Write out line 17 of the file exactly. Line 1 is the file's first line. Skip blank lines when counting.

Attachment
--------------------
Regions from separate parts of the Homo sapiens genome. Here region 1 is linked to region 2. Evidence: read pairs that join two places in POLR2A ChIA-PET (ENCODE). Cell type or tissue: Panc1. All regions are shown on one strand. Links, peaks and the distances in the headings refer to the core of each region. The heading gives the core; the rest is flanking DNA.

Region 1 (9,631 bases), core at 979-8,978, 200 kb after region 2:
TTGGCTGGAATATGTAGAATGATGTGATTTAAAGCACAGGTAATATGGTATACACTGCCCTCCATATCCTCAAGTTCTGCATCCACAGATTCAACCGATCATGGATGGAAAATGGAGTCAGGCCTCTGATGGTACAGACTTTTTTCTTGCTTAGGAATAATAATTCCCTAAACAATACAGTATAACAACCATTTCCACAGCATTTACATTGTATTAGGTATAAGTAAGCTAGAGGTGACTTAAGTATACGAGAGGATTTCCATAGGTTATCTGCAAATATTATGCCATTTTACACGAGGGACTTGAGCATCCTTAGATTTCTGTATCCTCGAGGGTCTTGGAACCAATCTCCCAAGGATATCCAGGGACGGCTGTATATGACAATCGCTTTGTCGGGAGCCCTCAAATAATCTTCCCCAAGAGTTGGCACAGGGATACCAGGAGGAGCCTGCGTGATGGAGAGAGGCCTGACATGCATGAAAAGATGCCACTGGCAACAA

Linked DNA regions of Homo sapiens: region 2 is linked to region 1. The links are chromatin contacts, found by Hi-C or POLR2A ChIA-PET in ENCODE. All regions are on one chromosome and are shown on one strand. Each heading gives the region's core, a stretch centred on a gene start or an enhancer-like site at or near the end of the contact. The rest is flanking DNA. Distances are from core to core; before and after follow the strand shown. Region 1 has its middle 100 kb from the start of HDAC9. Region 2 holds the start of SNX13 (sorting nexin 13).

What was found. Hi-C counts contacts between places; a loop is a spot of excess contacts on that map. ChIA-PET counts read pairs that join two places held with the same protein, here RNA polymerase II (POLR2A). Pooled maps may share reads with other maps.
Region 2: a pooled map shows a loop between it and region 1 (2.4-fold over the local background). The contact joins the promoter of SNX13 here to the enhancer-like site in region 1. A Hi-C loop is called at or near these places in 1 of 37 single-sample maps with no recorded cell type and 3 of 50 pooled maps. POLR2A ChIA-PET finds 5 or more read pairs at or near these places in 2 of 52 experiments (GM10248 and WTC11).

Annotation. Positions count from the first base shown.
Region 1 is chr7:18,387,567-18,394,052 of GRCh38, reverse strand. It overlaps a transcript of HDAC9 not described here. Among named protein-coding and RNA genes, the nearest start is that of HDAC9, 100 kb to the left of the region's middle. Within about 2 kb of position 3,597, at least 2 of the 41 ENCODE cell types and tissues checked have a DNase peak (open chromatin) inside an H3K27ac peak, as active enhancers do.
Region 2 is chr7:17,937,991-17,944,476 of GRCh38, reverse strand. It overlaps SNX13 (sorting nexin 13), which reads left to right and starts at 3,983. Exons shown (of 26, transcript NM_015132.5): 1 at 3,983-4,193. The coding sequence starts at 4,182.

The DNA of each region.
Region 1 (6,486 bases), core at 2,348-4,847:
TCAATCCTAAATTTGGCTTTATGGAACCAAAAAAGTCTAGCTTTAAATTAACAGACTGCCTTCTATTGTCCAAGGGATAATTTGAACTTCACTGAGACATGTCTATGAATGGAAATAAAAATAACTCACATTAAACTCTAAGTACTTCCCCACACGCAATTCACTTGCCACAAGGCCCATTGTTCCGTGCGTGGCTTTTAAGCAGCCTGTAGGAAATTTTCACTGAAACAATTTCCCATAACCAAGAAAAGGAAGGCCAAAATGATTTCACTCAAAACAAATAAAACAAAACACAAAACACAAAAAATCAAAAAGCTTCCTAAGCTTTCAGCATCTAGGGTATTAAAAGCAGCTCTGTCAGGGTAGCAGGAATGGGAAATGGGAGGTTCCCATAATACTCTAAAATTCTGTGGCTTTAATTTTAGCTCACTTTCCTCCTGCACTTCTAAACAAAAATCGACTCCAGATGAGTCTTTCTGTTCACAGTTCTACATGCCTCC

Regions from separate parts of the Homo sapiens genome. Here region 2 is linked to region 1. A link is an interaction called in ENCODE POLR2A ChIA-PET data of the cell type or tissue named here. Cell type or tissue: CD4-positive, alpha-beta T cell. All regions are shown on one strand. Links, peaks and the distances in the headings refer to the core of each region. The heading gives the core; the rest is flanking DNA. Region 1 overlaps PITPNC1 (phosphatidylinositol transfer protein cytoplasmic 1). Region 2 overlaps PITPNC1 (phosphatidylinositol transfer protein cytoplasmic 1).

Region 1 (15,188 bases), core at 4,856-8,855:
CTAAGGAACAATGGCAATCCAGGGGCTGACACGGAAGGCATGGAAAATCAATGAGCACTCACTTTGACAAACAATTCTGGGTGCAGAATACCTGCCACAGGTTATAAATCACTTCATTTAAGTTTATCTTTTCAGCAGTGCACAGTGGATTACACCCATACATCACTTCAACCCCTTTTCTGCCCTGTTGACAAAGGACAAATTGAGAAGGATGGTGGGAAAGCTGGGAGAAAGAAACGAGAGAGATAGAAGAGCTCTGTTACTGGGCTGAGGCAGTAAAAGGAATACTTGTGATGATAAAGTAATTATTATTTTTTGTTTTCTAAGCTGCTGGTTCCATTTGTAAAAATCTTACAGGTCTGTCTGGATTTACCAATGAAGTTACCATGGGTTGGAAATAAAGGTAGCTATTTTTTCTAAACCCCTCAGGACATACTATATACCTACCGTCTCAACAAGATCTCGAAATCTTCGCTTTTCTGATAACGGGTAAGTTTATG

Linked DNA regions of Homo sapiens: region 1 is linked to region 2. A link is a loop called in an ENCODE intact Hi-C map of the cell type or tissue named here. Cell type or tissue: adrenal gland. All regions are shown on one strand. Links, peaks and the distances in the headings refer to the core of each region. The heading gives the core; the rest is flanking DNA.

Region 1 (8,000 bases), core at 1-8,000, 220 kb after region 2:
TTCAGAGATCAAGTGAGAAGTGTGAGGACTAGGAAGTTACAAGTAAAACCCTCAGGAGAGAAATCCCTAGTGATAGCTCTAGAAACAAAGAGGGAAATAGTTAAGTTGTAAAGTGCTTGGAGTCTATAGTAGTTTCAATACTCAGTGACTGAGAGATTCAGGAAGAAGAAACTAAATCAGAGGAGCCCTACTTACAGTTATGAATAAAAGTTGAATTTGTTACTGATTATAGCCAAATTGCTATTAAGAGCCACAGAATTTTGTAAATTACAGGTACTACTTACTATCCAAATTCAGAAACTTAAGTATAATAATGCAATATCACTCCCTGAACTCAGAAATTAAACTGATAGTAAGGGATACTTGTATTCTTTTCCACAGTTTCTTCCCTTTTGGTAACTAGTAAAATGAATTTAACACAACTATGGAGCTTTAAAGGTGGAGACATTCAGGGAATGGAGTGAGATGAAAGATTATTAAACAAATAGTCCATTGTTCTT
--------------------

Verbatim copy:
Region 1 (8,000 bases), core at 1-8,000, 220 kb after region 2: